FLll:'I'CHER V. UNITED STATES.·
to be enjoyed jointly or severally. Copartners, upon a dissolution of
partnership, may stipulate that each of them may use the trade-marks of the firm, and there may be many other cases of joint and several ownership; but such co-owners will together be entitled to the exclusive use of the trade-mark, and perhaps· each of them will be entitled to such exclusive use as to all other persons except their associates in ownership. But this is very different from a claim by a resident of New York city, in common with all the other residents of that city, to the designation of an article as a New York article,-for example, New York soap, New York flannels, New York whisky, etc. Such a trade-mark cannot be maintained. A cigar manufacturer of Havana cannot maintain a claim of trade-mark in "Havana Cigars." If a dealer in New York sell cigars as Havanacigllrs which are not such, it may be fraud, but it is no viOO' Iation of a trade-mark which can be claimed by all the cigar-makers of Havana. It is open to all persons to go to Havana and manufacture cigars there; but It would be absurd to say that they would therebyac" quire a trade-mark in the name" Havana Cigars." So all cement manfacturers in Rosendale and its vicinity may rightly call their manufactured article "Rosendale .Cement," but any other. per50nmay go ·too Rosendale and manufacture cement there, and have the same right." There is no exclusive property in the name, even in those who now 1"6;Elide. there, or carryon the manufacture there. It is open to all the world. In our judgment there is not, there cannot be, any trade-mark' in the name of the place. .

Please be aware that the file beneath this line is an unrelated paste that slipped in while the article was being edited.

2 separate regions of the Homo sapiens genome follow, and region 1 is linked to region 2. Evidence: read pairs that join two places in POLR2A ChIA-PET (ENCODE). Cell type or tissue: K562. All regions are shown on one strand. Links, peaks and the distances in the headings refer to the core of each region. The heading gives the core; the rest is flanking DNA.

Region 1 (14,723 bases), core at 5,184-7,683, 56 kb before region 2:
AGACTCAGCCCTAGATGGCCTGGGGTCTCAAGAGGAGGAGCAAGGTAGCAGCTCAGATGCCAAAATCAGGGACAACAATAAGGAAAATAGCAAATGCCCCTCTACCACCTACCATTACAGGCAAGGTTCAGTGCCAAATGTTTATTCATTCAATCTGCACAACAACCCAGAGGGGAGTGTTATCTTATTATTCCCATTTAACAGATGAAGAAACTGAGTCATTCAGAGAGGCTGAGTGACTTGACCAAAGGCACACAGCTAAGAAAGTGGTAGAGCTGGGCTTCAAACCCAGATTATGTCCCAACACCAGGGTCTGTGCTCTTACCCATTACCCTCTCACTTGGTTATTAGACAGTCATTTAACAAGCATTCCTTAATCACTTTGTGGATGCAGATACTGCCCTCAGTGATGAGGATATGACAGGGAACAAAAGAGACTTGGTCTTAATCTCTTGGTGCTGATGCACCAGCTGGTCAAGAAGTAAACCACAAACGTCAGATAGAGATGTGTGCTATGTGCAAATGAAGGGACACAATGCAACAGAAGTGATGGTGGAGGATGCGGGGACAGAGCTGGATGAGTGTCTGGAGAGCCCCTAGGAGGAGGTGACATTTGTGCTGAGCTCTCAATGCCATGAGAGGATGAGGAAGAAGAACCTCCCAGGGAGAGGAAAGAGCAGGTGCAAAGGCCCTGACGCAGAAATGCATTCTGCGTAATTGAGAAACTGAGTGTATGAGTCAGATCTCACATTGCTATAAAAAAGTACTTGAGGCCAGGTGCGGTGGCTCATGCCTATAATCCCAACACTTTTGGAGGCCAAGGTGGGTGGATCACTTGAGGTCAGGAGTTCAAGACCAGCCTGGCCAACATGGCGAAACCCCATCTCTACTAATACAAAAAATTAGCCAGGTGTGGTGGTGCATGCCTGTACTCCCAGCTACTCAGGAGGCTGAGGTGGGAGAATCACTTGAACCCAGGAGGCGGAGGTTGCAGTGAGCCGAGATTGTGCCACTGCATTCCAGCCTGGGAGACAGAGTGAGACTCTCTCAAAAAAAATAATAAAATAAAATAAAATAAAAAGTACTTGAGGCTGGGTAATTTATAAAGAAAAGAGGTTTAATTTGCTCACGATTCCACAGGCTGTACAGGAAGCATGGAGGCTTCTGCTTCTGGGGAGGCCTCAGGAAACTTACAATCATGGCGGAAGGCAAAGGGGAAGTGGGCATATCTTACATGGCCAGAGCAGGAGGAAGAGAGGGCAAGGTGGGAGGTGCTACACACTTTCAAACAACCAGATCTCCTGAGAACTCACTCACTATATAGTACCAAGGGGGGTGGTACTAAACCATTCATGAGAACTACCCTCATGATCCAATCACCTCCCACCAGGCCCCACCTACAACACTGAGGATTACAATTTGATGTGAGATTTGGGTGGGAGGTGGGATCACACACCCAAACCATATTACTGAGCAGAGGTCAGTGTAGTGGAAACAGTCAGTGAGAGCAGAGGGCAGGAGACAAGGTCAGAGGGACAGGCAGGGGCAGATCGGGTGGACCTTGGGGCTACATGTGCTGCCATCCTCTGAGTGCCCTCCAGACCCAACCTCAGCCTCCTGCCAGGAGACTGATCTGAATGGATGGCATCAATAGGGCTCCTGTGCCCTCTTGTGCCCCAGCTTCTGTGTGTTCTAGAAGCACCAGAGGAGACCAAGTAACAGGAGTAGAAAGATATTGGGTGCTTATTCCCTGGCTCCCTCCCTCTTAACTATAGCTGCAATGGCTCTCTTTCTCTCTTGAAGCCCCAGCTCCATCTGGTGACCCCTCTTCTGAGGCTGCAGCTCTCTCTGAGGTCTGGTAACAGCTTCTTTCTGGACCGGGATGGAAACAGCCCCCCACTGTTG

FLETCHER fl. UNITED STATES.
(O#C1J,U Oourt, E. D. A.rkansas, W. D.lfebruary 2lI, 1891.)
UNITED STATE$ MARSHAL-FEllS-PURSUIT OJ' Fu&I'rIVES.
W here a marshal, according to the practice in .his district as allowed by the government, pursues into another distnct fugitives from justice, acts as witness in identifying the fugitives and making prima fdcie proof of their gUilt] and arrests them as Rpecial deputy of the marshal of the Qther district, who relInq,Uisbes all claim for fees for such arrest, suchmarsbal is entitled to compensation for his serv· ices in pursuing, arresting, and bringing back such· fugitives, even though the practice of the department in that respect has changed since the services were rendered. .
,Act COI/-gi Feb. 22 1875, (18 Bt.ll84,) which provides that no marshal shall be paid ; , for trav.el not. actu;Jly and performed, does not prevent a marshal from . recovermg mileage on each wnt served, even though· several writs are served on . different persons at the Same time and place. Following Ha1'71UYn V. U. S., 43 Fed. . Rep. 560. . . . The fact;tliat the 5th of·July.was generally celebrated as IndependenCe day,· the 4th falling on SundaY,does pot disentitle a marshal to his per diem fo/.' attendlDIt court on that day, where the record shows that the court was open and transacted business. .." .; ..